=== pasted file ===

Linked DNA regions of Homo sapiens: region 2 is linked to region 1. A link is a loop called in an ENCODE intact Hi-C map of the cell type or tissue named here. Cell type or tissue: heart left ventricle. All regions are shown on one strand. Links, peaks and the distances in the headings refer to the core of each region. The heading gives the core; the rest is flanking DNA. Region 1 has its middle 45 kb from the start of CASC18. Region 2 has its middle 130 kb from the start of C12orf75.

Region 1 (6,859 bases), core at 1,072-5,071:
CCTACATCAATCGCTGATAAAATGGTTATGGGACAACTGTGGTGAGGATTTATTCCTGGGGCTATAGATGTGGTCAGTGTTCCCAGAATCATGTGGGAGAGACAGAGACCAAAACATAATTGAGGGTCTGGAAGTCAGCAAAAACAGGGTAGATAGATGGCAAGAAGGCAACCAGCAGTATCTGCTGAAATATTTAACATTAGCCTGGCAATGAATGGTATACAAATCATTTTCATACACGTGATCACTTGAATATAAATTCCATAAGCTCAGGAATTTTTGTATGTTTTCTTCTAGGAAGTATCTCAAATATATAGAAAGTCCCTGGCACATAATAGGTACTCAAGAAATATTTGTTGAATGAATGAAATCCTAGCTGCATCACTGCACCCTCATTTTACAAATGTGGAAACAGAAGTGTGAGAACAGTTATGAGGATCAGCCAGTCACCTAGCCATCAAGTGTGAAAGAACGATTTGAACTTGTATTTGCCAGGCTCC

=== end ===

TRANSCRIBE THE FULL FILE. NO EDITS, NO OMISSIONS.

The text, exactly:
Linked DNA regions of Homo sapiens: region 2 is linked to region 1. A link is a loop called in an ENCODE intact Hi-C map of the cell type or tissue named here. Cell type or tissue: heart left ventricle. All regions are shown on one strand. Links, peaks and the distances in the headings refer to the core of each region. The heading gives the core; the rest is flanking DNA. Region 1 has its middle 45 kb from the start of CASC18. Region 2 has its middle 130 kb from the start of C12orf75.

Region 1 (6,859 bases), core at 1,072-5,071:
CCTACATCAATCGCTGATAAAATGGTTATGGGACAACTGTGGTGAGGATTTATTCCTGGGGCTATAGATGTGGTCAGTGTTCCCAGAATCATGTGGGAGAGACAGAGACCAAAACATAATTGAGGGTCTGGAAGTCAGCAAAAACAGGGTAGATAGATGGCAAGAAGGCAACCAGCAGTATCTGCTGAAATATTTAACATTAGCCTGGCAATGAATGGTATACAAATCATTTTCATACACGTGATCACTTGAATATAAATTCCATAAGCTCAGGAATTTTTGTATGTTTTCTTCTAGGAAGTATCTCAAATATATAGAAAGTCCCTGGCACATAATAGGTACTCAAGAAATATTTGTTGAATGAATGAAATCCTAGCTGCATCACTGCACCCTCATTTTACAAATGTGGAAACAGAAGTGTGAGAACAGTTATGAGGATCAGCCAGTCACCTAGCCATCAAGTGTGAAAGAACGATTTGAACTTGTATTTGCCAGGCTCC